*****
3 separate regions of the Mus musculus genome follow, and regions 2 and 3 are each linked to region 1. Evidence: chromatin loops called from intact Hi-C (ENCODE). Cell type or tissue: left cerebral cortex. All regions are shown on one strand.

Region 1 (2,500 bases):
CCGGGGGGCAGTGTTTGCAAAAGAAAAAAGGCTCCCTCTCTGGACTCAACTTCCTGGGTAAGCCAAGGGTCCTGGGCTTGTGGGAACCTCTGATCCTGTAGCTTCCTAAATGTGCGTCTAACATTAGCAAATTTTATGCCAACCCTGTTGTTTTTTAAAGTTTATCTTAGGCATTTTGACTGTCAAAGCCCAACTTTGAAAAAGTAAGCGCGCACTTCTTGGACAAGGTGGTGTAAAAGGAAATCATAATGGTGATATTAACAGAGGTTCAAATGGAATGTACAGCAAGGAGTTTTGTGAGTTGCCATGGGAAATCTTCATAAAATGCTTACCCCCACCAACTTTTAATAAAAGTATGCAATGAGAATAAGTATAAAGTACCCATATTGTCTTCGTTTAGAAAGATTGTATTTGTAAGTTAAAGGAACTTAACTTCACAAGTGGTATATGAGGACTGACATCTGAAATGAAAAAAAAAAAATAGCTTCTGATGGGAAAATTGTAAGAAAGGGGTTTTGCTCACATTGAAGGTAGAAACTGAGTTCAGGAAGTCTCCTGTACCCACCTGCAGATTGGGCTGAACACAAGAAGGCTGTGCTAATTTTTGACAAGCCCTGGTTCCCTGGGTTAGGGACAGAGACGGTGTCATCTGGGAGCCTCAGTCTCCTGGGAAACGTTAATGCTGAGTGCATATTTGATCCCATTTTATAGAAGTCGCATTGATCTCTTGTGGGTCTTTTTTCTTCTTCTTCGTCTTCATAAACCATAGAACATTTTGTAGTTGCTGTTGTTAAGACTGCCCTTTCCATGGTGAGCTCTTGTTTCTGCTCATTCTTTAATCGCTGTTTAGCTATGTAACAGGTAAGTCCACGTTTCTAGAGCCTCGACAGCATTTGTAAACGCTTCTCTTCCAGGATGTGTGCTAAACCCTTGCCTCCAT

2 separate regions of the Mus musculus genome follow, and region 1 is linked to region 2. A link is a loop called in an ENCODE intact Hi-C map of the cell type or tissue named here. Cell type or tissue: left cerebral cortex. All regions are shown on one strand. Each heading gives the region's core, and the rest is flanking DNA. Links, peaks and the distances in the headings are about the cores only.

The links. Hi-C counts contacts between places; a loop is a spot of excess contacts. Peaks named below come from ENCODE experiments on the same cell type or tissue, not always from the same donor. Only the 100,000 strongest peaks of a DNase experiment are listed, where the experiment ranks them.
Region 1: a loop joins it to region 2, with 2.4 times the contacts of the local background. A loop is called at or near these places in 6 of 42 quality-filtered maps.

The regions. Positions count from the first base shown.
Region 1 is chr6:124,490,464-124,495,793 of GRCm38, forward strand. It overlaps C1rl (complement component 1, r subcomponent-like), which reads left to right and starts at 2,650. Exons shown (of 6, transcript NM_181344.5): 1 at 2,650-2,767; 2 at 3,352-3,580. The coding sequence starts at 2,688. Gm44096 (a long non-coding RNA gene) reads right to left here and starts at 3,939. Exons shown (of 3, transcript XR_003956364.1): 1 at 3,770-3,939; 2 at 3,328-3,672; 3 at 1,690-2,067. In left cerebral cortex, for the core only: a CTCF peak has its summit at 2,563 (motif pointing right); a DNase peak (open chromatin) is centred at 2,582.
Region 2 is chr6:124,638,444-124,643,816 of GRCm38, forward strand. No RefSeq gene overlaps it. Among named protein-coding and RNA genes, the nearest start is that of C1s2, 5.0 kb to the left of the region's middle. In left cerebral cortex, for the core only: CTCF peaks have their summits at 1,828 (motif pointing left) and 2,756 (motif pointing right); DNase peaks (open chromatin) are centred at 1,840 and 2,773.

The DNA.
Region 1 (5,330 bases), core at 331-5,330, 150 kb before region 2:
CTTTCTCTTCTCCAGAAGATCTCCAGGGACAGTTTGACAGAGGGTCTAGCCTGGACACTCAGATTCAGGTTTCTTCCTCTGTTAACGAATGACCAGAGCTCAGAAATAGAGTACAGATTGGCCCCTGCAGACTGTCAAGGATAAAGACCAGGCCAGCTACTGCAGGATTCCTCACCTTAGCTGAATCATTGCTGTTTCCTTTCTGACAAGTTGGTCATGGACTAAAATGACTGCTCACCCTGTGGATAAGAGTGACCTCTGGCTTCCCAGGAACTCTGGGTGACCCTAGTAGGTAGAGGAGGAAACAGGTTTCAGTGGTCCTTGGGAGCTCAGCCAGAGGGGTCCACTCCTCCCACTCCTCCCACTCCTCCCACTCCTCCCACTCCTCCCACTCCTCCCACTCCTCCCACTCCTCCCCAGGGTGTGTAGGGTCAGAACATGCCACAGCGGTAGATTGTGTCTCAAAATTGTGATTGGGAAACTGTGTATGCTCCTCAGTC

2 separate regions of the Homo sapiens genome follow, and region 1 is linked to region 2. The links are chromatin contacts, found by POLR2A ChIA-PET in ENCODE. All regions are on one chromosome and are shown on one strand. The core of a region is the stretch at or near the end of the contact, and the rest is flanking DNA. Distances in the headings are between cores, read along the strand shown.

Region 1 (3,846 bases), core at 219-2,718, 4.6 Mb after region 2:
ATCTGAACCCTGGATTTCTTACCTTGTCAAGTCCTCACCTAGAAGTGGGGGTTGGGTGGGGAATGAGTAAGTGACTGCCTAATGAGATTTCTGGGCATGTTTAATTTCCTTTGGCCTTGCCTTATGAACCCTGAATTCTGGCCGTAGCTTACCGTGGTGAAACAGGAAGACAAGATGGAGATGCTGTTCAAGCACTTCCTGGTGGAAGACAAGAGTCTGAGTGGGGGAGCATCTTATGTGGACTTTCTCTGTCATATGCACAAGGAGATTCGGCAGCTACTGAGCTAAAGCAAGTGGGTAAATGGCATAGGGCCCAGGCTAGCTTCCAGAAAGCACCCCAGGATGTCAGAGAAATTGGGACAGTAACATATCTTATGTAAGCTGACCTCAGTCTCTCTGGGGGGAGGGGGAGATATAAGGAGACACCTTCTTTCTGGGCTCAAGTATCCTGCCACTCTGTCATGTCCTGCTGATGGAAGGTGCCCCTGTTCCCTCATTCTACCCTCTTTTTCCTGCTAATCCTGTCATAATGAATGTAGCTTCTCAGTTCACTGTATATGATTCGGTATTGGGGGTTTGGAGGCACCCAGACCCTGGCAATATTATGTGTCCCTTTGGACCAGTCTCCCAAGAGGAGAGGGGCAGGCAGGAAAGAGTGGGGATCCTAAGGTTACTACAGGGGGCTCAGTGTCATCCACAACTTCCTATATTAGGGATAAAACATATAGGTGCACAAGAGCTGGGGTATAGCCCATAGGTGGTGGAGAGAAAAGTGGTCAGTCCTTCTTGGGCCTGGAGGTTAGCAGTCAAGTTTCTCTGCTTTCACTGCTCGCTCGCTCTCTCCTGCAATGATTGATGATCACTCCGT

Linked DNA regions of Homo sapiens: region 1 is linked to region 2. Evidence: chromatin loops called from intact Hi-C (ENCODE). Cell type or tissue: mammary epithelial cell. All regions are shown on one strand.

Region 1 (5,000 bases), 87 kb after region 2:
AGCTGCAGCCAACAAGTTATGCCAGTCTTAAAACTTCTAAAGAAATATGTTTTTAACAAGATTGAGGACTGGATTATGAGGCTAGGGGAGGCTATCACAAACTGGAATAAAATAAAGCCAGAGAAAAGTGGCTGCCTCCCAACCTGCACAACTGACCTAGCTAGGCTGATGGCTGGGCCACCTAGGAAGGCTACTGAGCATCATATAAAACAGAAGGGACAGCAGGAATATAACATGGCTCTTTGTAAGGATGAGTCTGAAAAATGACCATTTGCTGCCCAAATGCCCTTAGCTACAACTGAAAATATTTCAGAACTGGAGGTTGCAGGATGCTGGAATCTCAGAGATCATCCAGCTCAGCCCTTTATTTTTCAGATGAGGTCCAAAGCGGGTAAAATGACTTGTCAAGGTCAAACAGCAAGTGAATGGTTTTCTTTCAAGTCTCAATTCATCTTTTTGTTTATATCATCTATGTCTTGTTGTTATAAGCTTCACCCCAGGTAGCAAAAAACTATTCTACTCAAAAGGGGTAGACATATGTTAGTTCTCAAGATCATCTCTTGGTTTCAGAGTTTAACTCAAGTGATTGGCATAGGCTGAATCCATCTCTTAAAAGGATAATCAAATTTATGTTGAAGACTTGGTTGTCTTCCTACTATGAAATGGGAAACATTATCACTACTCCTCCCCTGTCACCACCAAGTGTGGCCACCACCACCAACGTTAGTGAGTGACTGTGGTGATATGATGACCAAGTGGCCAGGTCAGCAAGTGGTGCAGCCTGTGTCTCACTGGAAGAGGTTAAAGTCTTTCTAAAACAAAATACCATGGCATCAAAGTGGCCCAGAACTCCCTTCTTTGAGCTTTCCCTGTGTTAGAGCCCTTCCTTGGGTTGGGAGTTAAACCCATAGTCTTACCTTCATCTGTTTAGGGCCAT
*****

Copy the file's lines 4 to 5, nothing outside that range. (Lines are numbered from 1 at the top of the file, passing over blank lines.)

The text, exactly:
2 separate regions of the Mus musculus genome follow, and region 1 is linked to region 2. A link is a loop called in an ENCODE intact Hi-C map of the cell type or tissue named here. Cell type or tissue: left cerebral cortex. All regions are shown on one strand. Each heading gives the region's core, and the rest is flanking DNA. Links, peaks and the distances in the headings are about the cores only.

The links. Hi-C counts contacts between places; a loop is a spot of excess contacts. Peaks named below come from ENCODE experiments on the same cell type or tissue, not always from the same donor. Only the 100,000 strongest peaks of a DNase experiment are listed, where the experiment ranks them.